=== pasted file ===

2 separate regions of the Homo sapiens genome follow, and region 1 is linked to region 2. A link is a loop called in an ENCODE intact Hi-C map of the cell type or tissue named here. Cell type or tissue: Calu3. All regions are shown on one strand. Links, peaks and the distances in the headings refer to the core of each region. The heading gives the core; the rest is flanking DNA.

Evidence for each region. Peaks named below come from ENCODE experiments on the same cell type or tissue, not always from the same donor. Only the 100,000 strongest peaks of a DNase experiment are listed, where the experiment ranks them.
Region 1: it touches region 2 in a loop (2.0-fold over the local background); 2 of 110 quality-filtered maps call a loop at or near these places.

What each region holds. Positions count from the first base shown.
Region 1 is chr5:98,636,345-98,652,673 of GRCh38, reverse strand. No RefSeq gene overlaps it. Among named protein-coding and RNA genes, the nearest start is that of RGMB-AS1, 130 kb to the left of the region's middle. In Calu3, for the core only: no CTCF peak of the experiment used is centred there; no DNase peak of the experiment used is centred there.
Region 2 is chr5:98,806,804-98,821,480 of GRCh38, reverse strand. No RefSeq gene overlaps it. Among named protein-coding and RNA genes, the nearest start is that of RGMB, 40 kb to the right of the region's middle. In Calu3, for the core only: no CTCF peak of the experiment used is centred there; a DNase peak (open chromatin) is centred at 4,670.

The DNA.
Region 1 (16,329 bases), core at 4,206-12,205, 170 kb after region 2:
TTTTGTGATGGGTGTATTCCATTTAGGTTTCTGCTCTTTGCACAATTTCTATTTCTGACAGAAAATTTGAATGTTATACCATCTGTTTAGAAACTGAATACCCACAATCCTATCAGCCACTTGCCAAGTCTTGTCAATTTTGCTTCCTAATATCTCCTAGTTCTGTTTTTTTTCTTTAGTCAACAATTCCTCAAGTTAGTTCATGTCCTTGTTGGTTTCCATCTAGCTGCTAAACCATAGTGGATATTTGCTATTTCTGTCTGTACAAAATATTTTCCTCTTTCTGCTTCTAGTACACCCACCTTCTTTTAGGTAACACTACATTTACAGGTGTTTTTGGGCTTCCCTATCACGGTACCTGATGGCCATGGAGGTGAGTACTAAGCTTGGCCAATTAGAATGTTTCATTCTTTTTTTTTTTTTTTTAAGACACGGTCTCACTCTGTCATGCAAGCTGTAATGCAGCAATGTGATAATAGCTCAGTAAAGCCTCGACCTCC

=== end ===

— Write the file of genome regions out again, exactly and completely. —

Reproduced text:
2 separate regions of the Homo sapiens genome follow, and region 1 is linked to region 2. A link is a loop called in an ENCODE intact Hi-C map of the cell type or tissue named here. Cell type or tissue: Calu3. All regions are shown on one strand. Links, peaks and the distances in the headings refer to the core of each region. The heading gives the core; the rest is flanking DNA.

Evidence for each region. Peaks named below come from ENCODE experiments on the same cell type or tissue, not always from the same donor. Only the 100,000 strongest peaks of a DNase experiment are listed, where the experiment ranks them.
Region 1: it touches region 2 in a loop (2.0-fold over the local background); 2 of 110 quality-filtered maps call a loop at or near these places.

What each region holds. Positions count from the first base shown.
Region 1 is chr5:98,636,345-98,652,673 of GRCh38, reverse strand. No RefSeq gene overlaps it. Among named protein-coding and RNA genes, the nearest start is that of RGMB-AS1, 130 kb to the left of the region's middle. In Calu3, for the core only: no CTCF peak of the experiment used is centred there; no DNase peak of the experiment used is centred there.
Region 2 is chr5:98,806,804-98,821,480 of GRCh38, reverse strand. No RefSeq gene overlaps it. Among named protein-coding and RNA genes, the nearest start is that of RGMB, 40 kb to the right of the region's middle. In Calu3, for the core only: no CTCF peak of the experiment used is centred there; a DNase peak (open chromatin) is centred at 4,670.

The DNA.
Region 1 (16,329 bases), core at 4,206-12,205, 170 kb after region 2:
TTTTGTGATGGGTGTATTCCATTTAGGTTTCTGCTCTTTGCACAATTTCTATTTCTGACAGAAAATTTGAATGTTATACCATCTGTTTAGAAACTGAATACCCACAATCCTATCAGCCACTTGCCAAGTCTTGTCAATTTTGCTTCCTAATATCTCCTAGTTCTGTTTTTTTTCTTTAGTCAACAATTCCTCAAGTTAGTTCATGTCCTTGTTGGTTTCCATCTAGCTGCTAAACCATAGTGGATATTTGCTATTTCTGTCTGTACAAAATATTTTCCTCTTTCTGCTTCTAGTACACCCACCTTCTTTTAGGTAACACTACATTTACAGGTGTTTTTGGGCTTCCCTATCACGGTACCTGATGGCCATGGAGGTGAGTACTAAGCTTGGCCAATTAGAATGTTTCATTCTTTTTTTTTTTTTTTTAAGACACGGTCTCACTCTGTCATGCAAGCTGTAATGCAGCAATGTGATAATAGCTCAGTAAAGCCTCGACCTCC